Over Christmas and the new year, three figures who have shaped today’s environmental movement died: Thomas Lovejoy, Richard Leakey and Edward O. Wilson.
As we start the new year full of resolutions for the fight against biodiversity loss, we reflect on how we can learn from their legacies, in order to honour the natural world they fought so hard to protect.
Thomas Lovejoy died on Christmas Day, aged 80. Not only did he transform our environmental vocabulary, coining the phrase « biological diversity », but his work in the Amazon on extinction rates in the 1980s sounded the alarm on the biodiversity crisis.
Lovejoy was also seminal in fusing the conservation movement with climate activism : having emphasised the causal link between human activity and mass species decline, he saw the solutions in nature through habitat restoration. He thus inspires our call for Nature-Based Solutions moving forward in 2022.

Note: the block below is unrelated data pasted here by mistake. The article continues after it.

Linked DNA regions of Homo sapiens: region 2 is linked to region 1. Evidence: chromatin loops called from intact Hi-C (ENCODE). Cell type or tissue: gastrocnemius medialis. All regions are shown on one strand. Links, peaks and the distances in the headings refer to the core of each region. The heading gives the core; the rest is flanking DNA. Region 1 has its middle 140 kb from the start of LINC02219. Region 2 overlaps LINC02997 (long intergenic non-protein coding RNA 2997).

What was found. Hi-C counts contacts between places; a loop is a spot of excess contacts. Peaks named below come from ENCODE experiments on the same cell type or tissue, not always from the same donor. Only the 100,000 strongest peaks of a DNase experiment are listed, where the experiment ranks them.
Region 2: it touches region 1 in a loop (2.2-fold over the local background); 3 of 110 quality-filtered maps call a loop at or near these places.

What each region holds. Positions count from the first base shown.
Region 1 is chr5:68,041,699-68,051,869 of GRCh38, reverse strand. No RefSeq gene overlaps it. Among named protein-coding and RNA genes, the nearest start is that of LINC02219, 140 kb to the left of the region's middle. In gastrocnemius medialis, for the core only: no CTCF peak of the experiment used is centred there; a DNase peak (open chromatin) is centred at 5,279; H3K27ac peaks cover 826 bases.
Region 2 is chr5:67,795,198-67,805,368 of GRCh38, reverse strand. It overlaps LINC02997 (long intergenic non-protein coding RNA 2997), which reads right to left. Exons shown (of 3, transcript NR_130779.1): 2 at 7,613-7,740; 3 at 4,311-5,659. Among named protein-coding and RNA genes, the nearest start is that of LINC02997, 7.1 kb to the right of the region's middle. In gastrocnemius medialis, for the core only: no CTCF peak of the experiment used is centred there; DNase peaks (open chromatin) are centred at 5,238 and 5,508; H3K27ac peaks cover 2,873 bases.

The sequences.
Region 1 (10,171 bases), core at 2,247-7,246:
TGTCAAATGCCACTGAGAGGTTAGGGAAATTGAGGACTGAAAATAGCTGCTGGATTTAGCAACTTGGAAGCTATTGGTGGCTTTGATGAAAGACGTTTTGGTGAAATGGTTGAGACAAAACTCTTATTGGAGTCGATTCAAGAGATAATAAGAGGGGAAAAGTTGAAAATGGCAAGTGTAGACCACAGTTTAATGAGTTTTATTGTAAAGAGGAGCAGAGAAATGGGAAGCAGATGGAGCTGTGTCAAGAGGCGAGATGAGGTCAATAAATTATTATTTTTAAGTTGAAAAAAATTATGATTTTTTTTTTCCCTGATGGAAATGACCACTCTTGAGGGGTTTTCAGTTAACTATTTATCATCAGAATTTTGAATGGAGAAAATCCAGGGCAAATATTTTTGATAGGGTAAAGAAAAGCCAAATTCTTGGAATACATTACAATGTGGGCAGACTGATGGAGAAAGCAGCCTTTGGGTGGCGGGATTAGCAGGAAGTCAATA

Perhaps more famous for his work proving the African origins of homo sapiens, the French conservationist movement will remember Richard Leakey for his ferocious battle against the ivory trade that was decimating elephant populations in his native Kenya. In 2014, France was the first European country to follow Leakey’s pioneering method of destroying stockpiles, burning 3 tons of seized ivory : a powerful example of using global connectivity to cause change on a systemic level.
Edward O. Wilson dedicated his 92 years of life to an intense and ultimately hopeful scientific exploration of human relations to other animals.
As we increasingly feel the consequences of human disconnection to the natural world, we would do well to rediscover the affinity for other species – or “biophilia” – that Wilson emphasised as a fundamentally human trait.